When I pointed out that they were endorsing and retweeting a white supremacist, they invariably denied it, insisting that the accusation was a hit-job from a lamestream media that was afraid of free speech.
When I pointed out that she had literally gone on a neo-Nazi podcast to praise her hosts and the organizers of the hate march in Charlottesville, they fell back on the claim that her words were taken out of context.
If I continued to push back, they ended up ignoring or blocking me. Their feeds, you should understand, were filled with hatred toward liberals and refugees and full of paranoid conspiracy theories. There was no getting through to them in just 280 characters.
Earlier I mentioned Premier Doug Ford personally nominating a bigot as his party's candidate in London West. This summer, he posed for a photo with the white supremacist Toronto mayoral candidate at his annual "Ford Fest" campaign event.
There is no way on earth that he did not know who she was, this high-profile conservative who has been to six Ford Fests and was a high-profile correspondent on "The Rebel", a right-wing conspiracy laundering website. Yet it took him several days to issue a mild denunciation that finally mentioned her name, albeit in passing. He knows her supporters are a nontrivial share of his own base.
The white supremacist mayoral candidate ended up finishing in third place with 25,667 votes or 3.4 percent of the total votes cast. Think about that: more than twenty-five thousand people in Toronto voted for a white supremacist who has warned about "white genocide".
The neo-Nazi mayoral candidate in Hamilton didn't do as well, coming in seventh place (out of 15), pulling in just 706 votes or 0.51 percent of the total. But we shouldn't be too comforted, as he basically ran no campaign. A charismatic, media-savvy white supremacist may do better.
So we have a media ecosystem incrementally laundering white supremacist ideas into the mainstream and radicalizing angry men, abetted by conservative politicians who either fail to speak out or actively dog-whistle and pander to white supremacists.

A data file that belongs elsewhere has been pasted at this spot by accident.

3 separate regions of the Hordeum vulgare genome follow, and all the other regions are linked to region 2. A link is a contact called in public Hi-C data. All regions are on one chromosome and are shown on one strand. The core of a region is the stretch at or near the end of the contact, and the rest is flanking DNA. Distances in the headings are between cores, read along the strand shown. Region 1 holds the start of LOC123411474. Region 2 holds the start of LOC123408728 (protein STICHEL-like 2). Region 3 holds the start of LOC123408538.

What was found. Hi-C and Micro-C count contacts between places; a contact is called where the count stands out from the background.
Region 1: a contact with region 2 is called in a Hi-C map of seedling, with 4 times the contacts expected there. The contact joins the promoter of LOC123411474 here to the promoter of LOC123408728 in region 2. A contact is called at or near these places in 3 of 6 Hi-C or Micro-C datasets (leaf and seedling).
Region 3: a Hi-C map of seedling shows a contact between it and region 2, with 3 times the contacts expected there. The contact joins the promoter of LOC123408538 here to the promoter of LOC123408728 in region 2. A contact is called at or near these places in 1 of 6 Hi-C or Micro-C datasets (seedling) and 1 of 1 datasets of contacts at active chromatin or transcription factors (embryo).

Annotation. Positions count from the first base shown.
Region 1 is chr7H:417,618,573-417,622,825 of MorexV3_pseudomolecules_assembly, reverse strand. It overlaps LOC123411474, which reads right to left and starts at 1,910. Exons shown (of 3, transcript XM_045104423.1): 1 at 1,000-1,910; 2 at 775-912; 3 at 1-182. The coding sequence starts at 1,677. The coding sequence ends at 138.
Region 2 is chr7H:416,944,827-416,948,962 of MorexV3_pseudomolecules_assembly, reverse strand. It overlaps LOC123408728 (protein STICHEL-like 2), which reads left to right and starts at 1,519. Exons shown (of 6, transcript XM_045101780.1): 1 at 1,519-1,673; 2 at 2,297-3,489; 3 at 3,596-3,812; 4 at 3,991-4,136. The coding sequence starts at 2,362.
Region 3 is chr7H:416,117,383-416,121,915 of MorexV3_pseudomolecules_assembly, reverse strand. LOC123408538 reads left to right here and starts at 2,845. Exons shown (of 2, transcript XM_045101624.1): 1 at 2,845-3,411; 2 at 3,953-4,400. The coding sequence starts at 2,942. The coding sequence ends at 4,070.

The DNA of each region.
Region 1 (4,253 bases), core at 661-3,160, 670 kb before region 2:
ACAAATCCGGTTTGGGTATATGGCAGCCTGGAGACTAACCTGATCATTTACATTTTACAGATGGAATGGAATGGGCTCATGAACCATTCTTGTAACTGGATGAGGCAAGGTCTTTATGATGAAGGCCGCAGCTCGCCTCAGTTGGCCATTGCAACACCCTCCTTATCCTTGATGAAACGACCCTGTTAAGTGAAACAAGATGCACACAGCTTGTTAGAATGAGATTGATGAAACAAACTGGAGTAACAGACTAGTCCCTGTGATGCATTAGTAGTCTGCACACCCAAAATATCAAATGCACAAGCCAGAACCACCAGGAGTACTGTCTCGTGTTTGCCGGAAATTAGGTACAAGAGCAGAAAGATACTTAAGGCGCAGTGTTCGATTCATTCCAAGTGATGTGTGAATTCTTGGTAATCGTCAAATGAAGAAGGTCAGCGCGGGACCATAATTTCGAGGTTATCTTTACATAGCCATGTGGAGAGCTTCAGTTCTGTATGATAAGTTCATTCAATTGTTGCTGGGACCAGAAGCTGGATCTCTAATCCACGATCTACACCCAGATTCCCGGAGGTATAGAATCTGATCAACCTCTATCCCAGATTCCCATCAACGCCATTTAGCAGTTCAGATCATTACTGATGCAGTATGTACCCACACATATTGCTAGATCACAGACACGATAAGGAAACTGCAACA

This allows the white supremacists to gaslight liberals and progressives by claiming that when we name them as white supremacists, we are just attacking people whose ideas about "free speech" and "secure borders" we don't like.
If you point out that a racist dog-whistle is racist, the gaslighting response is to accuse you of being the racist for seeing racism in the message.
Federally, we may be tempted to feel relief that the anti-immigrant MP who denounced multiculturalism decided to leave his home in the Conservative Party of Canada and form his own party, but we should not confuse his ambition with his erstwhile party's principles.
In the wake of a terrible week in which American right-wing terrorists sent mailbombs to politicians and reporters, murdered two people for being black in Kentucky and murdered eleven people for being Jewish in Pittsburgh, our CPC leader decided it was a good time to attack the media.
His MPs have long been accusing mainstream journalists of being "Liberal reporters" and "spin tools" and even "fake news" (ugh), and now he has come out swinging in a party fundraising appeal taken right from the Trump playbook.
And Andrew Scheer was supposed to be the nice one.
We don't have to guess what happens when right-wing parties keep winking to bigots, chauvinists, misogynists and white supremacists who are being radicalized by a parallel universe of right-wing propaganda. When you feed the beast, the beast gets bigger.
And if the party that has been feeding the beast happens to gain power, the beast has a nasty habit of breaking its chains and taking over. At the risk of Godwining this essay, I'm sure von Hindenberg thought he could control Hitler.
Or if you prefer a (slightly) less hot analogy, I'm sure Paul Ryan and Mitch McConnell thought they could control Trump.
When white supremacists take over a party and the party takes over a country, we end up with fascism. We've seen this movie before, and in fact it is currently playing in various theatres around the world. We know how the story ends.
I'm not being hyperbolic when I say we need to stamp out white supremacism if we want to save the body and soul of our country.
Right-wing terrorism has been increasing steadily in the USA and Europe over the past several years. We are by no means immune to this trend in Canada.
Hate crime researcher Dr. Barbara Perry reports that there are 130 active hate groups in Canada right now, up 30% in just the past three years. Right-wing terrorists aren't just "crazy people" - they are radicalized in a media swamp of right-wing propaganda that is reaching into the mainstream.